91 min • American International Pictures • 35mm from Park Circus
Preceded by: AIP Trailer Reel

 Check out the full schedule here!

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Woof! Lasse Hallström’s Coming-of-Age Classic My Life as a Dog Screens Oct. 3 in 35mm

The Auditorium at Northeastern Illinois University – Building E, 3701 W. Bryn Mawr Ave
General Admission: $7 • NEIU Students: $3

Wednesday, October 3 @ 7:30 PM
MY LIFE AS A DOG • 1985
Directed by Lasse Hallström
In Swedish with English subtitles
Set in Sweden in 1958-1959, My Life as a Dog follows the growing pains of 12-year-old boy named Ingemar (Anton Glanzelius), who is separated from his older brother and sent to live with relatives when his mother becomes ill. The premise is classic arthouse hit of the week material, but this one really cuts close to the bone, tossing and turning through its hero’s adolescence, painfully awkward and filled with wonder. The supporting cast, made up of child actors and eccentric adults, feels like a real family. Director Lasse Hallström, then most famous for directing nearly all of ABBA’s music videos, and probably best known to US audiences for What’s Eating Gilbert Grape, earned a Best Director and a Best Adapted Screenplay Academy Award nomination for the film in 1988 upon its belated stateside release, a relatively rare feat for a work of foreign cinema. My Life as a Dog was a favorite of Kurt Vonnegut, who said it “made me like life and human beings much more than I had ever done before. Quite a favor!” (JA)
101 min • FilmTeknik • 35mm from CFS Collections, Permission Janus
Cartoon: “Crazy Mixed-Up Pup” (Tex Avery, 1954) – 7 min – 16mm

 Check out the full schedule here!

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William Wellman’s Other Men’s Women – “The Passions of Men and the Power of Locomotives in a Tremendous Drama of the Singing Rails!” – New 35mm Print on Oct. 26!

The Auditorium at Northeastern Illinois University – Building E, 3701 W. Bryn Mawr Ave
General Admission: $7 • NEIU Students: $3

Wednesday, September 26 @ 7:30 PM
OTHER MEN’S WOMEN
Directed by William A. Wellman • 1931
There’s no shortage of pre-Code films about penthouses and fancy negligees, but Other Men’s Women stands alone as a grubby slice of working class life. Grant Withers and Regis Toomey play two working stiff railroad engineers who wander the yards and hop their own boxcars with the panache of professional hoboes. Toomey has a wife (Mary Astor) in a little cottage in suburban Los Angeles, while Withers flirts with women at every station. (His steadiest lady friend is hash-slinger Joan Blondell, who proudly declares herself “A.P.O. – Ain’t Puttin’ Out.”) When Withers finds himself falling for Astor, the ancient order of male camaraderie collides headfirst with a modern colossus of steel. Overachiever James Cagney hoofs and hops in a bit part that set the stage for his breakthrough performance in The Public Enemy, another he-man Wellman collaboration released four months after Other Men’s Women. Routinely ignored in career overviews of Wellman, Blondell, and Cagney and long unavailable on 35mm, Other Men’s Women now emerges as an earthy, grease-caked delight: the characters are simple, the emotions are elemental, and the punches land like a sack of rocks With its freighted mix of forbidden love, railroad carnage, and retributive mutilation, it’s nothing less than the runty American nephew of Abel Gance’s La roue! (KW)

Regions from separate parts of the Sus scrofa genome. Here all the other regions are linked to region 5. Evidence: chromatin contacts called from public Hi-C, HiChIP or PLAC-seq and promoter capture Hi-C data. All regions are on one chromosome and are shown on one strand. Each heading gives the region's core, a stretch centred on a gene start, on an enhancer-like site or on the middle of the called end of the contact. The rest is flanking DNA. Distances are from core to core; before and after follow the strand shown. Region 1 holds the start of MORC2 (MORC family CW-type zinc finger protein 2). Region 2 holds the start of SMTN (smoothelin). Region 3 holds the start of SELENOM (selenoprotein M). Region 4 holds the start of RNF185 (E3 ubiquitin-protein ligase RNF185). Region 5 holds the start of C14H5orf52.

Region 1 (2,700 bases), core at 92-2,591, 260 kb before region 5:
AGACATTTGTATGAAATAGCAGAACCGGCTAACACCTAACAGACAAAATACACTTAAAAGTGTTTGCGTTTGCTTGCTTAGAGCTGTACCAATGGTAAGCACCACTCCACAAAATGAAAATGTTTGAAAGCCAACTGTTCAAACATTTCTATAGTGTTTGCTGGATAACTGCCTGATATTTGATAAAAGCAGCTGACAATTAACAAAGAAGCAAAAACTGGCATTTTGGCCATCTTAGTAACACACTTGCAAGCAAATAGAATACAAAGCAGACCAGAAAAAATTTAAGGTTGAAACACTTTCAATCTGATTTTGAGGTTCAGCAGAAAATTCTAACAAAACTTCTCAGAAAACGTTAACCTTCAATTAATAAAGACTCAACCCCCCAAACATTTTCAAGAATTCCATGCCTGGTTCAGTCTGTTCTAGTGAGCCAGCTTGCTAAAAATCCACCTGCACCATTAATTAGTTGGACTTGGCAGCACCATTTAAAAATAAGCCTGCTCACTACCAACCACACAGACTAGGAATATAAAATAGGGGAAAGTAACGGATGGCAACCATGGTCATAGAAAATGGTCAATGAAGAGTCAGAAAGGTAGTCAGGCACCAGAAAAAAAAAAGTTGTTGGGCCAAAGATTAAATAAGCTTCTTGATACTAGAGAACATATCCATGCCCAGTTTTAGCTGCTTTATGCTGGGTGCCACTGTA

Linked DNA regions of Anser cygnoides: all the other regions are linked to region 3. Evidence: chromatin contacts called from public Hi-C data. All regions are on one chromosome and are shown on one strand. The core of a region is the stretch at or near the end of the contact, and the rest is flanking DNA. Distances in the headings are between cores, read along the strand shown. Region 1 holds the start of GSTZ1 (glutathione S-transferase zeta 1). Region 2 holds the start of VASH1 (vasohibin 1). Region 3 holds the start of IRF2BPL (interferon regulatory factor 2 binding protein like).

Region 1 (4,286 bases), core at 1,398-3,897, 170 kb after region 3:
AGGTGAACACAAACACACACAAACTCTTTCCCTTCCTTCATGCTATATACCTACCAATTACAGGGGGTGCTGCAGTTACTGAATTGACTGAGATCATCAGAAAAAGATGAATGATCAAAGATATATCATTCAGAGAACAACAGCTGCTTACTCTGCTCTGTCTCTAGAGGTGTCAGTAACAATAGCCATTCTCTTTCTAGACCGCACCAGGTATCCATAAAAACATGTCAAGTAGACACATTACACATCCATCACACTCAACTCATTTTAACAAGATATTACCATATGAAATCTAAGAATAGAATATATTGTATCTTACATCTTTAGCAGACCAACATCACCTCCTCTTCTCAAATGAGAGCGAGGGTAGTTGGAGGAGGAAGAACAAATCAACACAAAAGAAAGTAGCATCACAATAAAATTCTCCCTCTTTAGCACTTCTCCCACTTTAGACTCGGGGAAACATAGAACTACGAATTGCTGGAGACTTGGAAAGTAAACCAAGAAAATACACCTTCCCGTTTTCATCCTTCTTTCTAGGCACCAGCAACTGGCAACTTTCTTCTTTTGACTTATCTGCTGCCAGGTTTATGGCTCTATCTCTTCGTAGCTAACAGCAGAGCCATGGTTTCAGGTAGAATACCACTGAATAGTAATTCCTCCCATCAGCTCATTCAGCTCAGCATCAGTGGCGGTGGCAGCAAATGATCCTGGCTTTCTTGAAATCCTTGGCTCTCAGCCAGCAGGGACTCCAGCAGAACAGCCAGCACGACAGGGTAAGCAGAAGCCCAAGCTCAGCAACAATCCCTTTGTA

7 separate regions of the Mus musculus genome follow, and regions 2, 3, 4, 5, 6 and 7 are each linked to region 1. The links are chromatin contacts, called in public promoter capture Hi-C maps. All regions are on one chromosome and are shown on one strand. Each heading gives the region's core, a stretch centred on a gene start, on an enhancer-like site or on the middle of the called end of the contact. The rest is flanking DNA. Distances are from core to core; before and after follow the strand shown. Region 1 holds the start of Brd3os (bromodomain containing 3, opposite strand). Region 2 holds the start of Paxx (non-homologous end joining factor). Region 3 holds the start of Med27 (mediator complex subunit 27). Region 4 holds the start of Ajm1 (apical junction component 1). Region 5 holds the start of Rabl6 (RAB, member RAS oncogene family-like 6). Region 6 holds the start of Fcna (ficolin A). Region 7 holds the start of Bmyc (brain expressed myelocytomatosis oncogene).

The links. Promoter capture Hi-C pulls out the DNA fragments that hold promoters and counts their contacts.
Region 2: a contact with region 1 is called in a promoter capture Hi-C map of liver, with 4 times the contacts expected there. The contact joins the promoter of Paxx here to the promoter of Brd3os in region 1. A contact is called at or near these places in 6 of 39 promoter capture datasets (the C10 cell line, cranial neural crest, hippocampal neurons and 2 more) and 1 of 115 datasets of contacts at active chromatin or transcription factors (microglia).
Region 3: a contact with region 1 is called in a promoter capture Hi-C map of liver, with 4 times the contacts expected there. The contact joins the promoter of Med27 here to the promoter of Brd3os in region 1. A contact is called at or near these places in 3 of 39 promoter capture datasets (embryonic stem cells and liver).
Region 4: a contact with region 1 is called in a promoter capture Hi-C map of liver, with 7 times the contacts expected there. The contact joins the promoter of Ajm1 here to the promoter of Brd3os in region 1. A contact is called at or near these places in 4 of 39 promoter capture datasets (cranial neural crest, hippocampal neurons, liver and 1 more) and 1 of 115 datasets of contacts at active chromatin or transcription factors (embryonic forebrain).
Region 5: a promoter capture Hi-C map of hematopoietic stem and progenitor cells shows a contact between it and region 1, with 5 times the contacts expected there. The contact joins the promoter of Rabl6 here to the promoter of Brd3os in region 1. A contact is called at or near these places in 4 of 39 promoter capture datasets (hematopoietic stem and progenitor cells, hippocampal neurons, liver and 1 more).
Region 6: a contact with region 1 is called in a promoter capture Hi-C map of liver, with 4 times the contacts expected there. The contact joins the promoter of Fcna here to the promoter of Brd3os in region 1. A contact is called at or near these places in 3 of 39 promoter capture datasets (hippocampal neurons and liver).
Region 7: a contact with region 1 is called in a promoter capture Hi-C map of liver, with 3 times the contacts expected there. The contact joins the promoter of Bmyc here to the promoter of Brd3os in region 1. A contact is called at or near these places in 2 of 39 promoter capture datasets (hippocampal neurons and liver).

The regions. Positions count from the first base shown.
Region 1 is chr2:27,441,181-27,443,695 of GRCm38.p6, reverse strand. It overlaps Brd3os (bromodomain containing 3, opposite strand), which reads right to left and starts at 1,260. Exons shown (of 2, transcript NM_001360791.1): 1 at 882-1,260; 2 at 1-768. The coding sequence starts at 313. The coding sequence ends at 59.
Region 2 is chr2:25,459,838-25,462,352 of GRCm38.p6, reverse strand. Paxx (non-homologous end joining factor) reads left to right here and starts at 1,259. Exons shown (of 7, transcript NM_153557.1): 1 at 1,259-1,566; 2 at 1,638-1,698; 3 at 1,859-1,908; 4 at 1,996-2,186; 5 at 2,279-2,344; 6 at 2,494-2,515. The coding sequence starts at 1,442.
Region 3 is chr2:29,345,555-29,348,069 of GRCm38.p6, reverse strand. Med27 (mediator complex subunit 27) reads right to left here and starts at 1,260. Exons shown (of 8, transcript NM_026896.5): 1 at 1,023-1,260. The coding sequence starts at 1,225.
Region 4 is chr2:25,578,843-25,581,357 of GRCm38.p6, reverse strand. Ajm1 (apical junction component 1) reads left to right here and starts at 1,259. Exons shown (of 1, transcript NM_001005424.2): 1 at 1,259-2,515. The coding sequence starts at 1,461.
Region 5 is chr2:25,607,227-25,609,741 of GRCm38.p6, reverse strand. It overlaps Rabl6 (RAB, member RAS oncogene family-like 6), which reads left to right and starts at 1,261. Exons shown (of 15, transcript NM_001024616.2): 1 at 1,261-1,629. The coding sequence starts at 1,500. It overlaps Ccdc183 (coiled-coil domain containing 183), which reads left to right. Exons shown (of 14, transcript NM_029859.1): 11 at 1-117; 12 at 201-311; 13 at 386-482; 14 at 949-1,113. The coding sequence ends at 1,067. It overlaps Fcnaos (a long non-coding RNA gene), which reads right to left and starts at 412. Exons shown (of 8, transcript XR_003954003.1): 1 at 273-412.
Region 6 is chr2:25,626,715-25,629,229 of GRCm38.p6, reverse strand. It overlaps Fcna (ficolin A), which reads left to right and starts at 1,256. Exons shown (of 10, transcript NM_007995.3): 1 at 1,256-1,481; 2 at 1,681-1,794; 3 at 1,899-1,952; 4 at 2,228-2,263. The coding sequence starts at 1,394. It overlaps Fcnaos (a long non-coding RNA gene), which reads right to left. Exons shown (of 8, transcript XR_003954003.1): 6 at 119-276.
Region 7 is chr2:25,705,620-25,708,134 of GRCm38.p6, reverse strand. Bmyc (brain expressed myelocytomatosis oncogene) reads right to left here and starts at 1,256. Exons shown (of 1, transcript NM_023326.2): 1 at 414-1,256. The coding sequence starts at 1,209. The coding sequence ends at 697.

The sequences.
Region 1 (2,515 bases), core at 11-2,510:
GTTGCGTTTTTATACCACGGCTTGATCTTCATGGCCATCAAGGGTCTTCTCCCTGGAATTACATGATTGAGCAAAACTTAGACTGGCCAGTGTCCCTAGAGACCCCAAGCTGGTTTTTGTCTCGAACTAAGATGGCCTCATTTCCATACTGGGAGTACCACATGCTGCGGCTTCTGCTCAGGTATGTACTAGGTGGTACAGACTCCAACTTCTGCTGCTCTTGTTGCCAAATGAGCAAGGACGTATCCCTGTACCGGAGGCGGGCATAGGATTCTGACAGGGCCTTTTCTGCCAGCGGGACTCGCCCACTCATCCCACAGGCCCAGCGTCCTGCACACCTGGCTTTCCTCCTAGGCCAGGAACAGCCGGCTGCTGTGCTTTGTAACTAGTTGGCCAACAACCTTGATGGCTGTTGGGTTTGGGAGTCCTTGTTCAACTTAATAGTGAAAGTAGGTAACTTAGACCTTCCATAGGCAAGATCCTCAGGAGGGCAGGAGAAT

70 min • Warner Bros. • 35mm from Library of Congress
Short: “Railroading in the East: 1897-1906” (Blackhawk Films) – 10 min – 16mm

 Check out the full schedule here!

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“What Brought a Nice Kid Like Sue Ann to a Shocking Moment Like This?” Find Out in Pretty Poison – 9/18

The Auditorium at Northeastern Illinois University – Building E, 3701 W. Bryn Mawr Ave
General Admission: $7 • NEIU Students: $3

Tuesday, September 18 @ 7:30 PM
PRETTY POISON
Directed by Noel Black • 1968
Though cursed with a timid release from the studio and poor box office numbers, Pretty Poison eventually seeped its way onto enough screens to become a cult favorite among those lucky enough to catch it. Director Noel Black wasn’t quite so fortunate however, being forever dogged by critics who claimed his subsequent films never quite lived up to his debut. Anthony Perkins stars as Dennis Pitt, a young man starting fresh after a long stint in a mental institution. After his parole officer lands him a steady job bottling mysterious candy-colored poisons at a chemical plant, he soon becomes smitten with the beautiful Sue Ann Stepenek, a local teenager played with frightful zeal by Tuesday Weld. Lucky for Dennis, batshit crazy is just Sue Ann’s type, but secret meetings at the local hot dog stand and his fake side-gig as a CIA operative can only hold her interest for so long before she suggests they up the ante. Perkins plays the role with an easy grace. He’s a Pan-like Clyde to Weld’s sociopathic Bonnie, and when their secret agent games turn violent it’s him we feel frightened for. It’s part bizarro Badlands and part environmental-horror film, with toxicity lurking beneath Sue Ann’s wholesome freckles and in the place that spawned her, as the chemical factory’s waste slowly leaches into the forests and rivers of small-town Western Massachusetts. There’s something in the water, and the kids are definitely not alright. (RL)